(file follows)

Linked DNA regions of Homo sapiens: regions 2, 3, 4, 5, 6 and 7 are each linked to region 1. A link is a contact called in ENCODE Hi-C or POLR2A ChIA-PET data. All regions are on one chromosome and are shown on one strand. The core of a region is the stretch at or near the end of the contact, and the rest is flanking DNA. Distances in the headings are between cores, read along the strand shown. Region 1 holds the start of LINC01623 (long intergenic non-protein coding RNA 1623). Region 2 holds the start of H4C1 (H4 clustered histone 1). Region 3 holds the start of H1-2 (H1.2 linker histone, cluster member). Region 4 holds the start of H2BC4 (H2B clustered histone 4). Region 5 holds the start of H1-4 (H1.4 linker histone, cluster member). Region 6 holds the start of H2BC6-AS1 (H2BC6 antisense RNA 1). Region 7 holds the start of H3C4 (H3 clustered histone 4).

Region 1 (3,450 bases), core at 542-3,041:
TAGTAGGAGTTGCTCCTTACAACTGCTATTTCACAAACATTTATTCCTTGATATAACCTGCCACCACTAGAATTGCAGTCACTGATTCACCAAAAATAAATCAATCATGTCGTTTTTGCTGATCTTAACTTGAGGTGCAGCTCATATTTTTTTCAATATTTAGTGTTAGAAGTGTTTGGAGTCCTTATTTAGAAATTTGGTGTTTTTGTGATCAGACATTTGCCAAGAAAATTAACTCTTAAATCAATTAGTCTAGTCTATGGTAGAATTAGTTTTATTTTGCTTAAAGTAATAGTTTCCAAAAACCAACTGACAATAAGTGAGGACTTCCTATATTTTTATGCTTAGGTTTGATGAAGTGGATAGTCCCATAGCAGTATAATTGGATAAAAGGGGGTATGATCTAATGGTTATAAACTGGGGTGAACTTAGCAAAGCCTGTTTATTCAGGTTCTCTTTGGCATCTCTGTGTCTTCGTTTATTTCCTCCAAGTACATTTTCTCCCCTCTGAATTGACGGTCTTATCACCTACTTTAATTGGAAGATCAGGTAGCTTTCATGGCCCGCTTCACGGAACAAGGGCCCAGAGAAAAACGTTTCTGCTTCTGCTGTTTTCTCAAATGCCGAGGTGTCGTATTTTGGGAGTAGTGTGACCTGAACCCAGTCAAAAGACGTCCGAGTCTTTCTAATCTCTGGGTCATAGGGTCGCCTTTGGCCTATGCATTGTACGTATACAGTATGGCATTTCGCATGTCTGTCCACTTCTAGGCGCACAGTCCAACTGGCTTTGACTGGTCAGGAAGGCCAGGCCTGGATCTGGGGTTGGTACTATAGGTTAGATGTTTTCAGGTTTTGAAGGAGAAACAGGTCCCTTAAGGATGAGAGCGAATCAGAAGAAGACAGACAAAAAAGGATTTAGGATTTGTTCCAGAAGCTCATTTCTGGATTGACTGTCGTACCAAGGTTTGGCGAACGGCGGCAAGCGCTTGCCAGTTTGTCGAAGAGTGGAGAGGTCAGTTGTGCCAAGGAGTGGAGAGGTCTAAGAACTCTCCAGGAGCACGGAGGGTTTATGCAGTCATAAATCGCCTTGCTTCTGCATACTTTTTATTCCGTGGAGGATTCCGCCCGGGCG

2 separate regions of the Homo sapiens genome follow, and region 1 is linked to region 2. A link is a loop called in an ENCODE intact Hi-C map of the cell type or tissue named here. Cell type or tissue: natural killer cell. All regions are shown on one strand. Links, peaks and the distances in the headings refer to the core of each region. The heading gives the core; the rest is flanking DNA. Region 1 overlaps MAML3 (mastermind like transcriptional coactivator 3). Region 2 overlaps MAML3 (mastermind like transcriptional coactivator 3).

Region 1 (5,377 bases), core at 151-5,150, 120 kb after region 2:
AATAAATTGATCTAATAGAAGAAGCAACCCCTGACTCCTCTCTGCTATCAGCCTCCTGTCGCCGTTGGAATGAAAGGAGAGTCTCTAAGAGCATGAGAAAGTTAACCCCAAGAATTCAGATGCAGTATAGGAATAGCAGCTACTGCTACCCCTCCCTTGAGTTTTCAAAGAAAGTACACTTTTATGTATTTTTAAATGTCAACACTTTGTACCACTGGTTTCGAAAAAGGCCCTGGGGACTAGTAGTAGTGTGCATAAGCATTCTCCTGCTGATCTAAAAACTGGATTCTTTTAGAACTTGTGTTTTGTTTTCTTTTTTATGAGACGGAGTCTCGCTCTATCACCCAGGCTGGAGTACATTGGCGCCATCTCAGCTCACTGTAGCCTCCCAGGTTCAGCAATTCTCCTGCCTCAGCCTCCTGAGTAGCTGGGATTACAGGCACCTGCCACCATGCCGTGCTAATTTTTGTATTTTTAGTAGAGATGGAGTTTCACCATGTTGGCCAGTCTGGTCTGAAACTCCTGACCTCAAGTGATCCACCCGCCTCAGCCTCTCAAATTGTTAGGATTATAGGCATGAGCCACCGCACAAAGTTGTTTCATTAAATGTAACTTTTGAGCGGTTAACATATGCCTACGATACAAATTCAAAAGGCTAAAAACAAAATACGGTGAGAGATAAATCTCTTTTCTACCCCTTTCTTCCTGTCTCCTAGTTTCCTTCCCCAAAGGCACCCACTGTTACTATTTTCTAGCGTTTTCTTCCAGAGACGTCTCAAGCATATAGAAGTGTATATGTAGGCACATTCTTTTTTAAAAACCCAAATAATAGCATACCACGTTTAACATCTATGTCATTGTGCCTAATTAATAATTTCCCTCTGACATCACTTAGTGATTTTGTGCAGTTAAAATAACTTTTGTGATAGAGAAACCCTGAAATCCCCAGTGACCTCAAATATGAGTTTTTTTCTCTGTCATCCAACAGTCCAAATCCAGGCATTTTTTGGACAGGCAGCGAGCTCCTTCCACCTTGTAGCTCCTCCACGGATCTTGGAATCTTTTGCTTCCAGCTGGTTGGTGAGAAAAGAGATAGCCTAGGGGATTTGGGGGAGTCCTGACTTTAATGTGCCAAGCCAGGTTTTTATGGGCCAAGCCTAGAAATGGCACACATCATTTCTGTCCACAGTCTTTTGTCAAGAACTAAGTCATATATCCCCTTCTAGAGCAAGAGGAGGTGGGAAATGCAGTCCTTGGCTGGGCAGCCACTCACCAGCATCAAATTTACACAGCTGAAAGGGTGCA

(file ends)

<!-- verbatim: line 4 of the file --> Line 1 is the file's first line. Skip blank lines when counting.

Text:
2 separate regions of the Homo sapiens genome follow, and region 1 is linked to region 2. A link is a loop called in an ENCODE intact Hi-C map of the cell type or tissue named here. Cell type or tissue: natural killer cell. All regions are shown on one strand. Links, peaks and the distances in the headings refer to the core of each region. The heading gives the core; the rest is flanking DNA. Region 1 overlaps MAML3 (mastermind like transcriptional coactivator 3). Region 2 overlaps MAML3 (mastermind like transcriptional coactivator 3).